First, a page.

Show Less
Restricted access

Going Inward

The Role of Cultural Introspection in College Teaching

Series:

Edited By Susan Diana Longerbeam and Alicia Fedelina Chávez

Going Inward is a pragmatic text for faculty in all disciplines who desire to deepen their reflection on teaching. Through the culturally introspective writings of faculty in a variety of academic disciplines, readers will gain a deeper understanding of faculty cultural influences on college teaching and student learning. This book introduces readers to cultural self-reflection as a powerful tool for insight into how our values and beliefs from our cultural and familial upbringing influence our teaching practice. Cultural self-reflection is a process for generating insights and empathy toward serving students from backgrounds and cultures both similar to and different from one’s own. The integrated design of the book’s three parts – cultural introspection, faculty culture and teaching autobiographies, and developing a culturally introspective practice – makes this book helpful to teaching faculty and academic administrators.
Show Summary Details
Restricted access

Chapter Fifteen: Transformed by the Learners

Extract

| 133 →

CHAPTER FIFTEEN

Transformed BY THE Learners

GARY SMITH

Academic Professional and Organizational Learning University of New Mexico



On the first day out of Cape Town, South Africa, my father looked toward me across the sedan roof and said, “If we were in the United States, we’d probably get back in the car and keep on driving, wouldn’t we?”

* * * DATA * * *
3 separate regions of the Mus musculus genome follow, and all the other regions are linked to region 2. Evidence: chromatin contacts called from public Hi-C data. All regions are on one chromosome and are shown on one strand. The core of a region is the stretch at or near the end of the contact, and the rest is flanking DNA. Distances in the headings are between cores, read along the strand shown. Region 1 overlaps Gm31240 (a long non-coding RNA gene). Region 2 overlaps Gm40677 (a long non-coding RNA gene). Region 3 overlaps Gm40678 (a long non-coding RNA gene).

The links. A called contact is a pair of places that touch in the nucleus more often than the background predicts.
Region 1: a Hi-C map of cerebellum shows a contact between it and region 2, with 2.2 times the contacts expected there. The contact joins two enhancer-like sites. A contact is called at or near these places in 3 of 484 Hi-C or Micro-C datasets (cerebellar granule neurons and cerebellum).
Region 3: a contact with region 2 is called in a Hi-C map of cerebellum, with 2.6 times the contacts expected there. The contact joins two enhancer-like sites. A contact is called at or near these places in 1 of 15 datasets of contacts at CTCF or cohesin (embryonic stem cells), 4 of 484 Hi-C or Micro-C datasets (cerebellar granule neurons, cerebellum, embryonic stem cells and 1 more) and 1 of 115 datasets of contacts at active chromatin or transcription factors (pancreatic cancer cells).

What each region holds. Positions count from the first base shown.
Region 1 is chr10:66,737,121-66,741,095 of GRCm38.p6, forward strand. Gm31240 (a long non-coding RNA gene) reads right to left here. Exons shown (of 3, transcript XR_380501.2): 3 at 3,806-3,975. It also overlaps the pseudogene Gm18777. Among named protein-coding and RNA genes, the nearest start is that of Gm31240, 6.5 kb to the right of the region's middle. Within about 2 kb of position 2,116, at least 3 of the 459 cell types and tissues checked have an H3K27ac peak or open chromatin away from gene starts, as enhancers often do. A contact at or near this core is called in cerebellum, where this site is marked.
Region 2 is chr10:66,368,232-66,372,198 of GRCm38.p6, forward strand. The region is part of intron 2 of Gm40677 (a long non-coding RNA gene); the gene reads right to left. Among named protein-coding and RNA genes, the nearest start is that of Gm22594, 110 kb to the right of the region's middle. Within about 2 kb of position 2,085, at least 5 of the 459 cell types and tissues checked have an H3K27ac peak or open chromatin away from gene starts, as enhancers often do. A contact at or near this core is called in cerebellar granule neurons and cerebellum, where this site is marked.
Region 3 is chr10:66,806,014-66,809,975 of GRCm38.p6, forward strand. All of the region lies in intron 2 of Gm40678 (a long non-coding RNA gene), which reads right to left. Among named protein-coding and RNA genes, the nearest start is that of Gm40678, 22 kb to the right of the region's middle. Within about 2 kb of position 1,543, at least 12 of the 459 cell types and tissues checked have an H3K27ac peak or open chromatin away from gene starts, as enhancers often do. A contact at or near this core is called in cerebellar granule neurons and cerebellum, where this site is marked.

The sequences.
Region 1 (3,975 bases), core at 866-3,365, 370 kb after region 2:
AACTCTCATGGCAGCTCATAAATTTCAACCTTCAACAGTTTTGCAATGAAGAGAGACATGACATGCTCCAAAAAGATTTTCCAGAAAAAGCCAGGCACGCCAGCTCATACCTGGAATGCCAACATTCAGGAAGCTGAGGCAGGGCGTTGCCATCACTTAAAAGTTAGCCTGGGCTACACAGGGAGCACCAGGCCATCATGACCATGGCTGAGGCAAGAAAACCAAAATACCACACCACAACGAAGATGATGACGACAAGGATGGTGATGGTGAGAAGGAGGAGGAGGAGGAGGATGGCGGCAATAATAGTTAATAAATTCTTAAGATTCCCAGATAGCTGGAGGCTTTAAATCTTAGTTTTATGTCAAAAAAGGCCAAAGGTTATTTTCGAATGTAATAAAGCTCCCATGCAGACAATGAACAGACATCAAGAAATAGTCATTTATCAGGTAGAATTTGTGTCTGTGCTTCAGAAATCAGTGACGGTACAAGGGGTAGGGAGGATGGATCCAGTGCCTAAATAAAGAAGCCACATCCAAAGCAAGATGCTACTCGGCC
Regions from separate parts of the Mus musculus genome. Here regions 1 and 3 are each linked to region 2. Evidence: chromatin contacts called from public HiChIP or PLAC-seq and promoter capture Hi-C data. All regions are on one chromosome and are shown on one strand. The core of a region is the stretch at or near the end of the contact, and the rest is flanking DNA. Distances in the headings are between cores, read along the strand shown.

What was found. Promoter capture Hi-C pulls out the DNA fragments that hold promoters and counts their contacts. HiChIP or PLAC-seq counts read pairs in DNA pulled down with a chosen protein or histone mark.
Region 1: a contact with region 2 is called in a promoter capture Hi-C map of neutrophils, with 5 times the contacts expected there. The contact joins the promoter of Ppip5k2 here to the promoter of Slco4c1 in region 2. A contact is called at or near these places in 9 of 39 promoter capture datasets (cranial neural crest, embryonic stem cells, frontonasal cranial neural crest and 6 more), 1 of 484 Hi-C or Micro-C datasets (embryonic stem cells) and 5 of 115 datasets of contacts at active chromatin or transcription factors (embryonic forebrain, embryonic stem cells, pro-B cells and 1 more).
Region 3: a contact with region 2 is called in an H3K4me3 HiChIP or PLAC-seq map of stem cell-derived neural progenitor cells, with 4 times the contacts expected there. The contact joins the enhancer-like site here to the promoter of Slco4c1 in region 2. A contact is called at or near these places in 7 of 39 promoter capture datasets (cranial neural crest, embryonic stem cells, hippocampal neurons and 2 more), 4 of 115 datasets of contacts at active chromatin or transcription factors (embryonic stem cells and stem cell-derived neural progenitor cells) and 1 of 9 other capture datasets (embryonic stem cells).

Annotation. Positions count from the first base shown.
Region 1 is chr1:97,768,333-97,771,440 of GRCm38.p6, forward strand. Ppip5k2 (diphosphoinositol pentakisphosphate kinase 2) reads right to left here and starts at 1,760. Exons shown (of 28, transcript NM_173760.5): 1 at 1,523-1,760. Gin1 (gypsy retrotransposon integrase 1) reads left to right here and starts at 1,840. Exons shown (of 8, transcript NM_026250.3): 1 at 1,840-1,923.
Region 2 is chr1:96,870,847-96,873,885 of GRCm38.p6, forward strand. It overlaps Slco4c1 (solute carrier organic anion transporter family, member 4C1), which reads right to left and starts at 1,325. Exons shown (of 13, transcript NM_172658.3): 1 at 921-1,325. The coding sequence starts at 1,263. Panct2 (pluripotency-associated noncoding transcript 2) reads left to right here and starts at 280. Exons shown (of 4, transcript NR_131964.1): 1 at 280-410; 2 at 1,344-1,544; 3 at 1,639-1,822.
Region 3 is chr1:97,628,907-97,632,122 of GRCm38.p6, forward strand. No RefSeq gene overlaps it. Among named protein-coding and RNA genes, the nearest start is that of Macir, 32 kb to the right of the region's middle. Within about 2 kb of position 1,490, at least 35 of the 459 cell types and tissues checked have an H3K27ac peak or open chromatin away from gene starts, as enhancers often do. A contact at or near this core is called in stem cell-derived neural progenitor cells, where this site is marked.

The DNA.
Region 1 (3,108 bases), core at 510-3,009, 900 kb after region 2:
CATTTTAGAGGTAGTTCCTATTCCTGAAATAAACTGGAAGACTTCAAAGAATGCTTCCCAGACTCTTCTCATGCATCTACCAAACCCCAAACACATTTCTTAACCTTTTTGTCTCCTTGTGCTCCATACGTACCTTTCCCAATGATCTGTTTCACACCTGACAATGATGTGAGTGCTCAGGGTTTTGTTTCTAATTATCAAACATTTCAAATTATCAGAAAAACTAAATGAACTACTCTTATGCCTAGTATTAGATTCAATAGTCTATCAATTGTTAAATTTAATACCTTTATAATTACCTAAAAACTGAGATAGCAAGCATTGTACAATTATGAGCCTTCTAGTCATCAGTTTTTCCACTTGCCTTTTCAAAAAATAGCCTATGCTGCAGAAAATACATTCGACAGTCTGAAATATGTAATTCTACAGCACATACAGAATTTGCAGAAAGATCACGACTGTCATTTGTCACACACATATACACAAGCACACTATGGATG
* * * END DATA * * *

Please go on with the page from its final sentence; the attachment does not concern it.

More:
What prompted his statement? We had not seen another White person since we entered the town. The sidewalks were crowded with people, mostly Black men sitting against the building walls and carrying on conversations—mostly with jovial gesturing, touching, laughing. My father was not racist. He possessed, and instilled in my brother and me, a Christian sense of fairness and a strong regret for how African Americans and other minorities are treated in America. However, his disdain for inequity didn’t keep my father from associating the view on that South African street with the anxiety he would feel if driving into and parking in an all-Black neighborhood in the United States—very unlike his European-descendent farming community hometown or the affluent and virtually all-White Cincinnati suburb where I grew up.

And, yet, this thought that my father voiced was not in my mind. What I saw was a lively group of people who, while clearly different from me in at least one obvious way, posed no threat to me. I was simply enjoying the experience...

You are not authenticated to view the full text of this chapter or article.

This site requires a subscription or purchase to access the full text of books or journals.

Do you have any questions? Contact us.

Or login to access all content.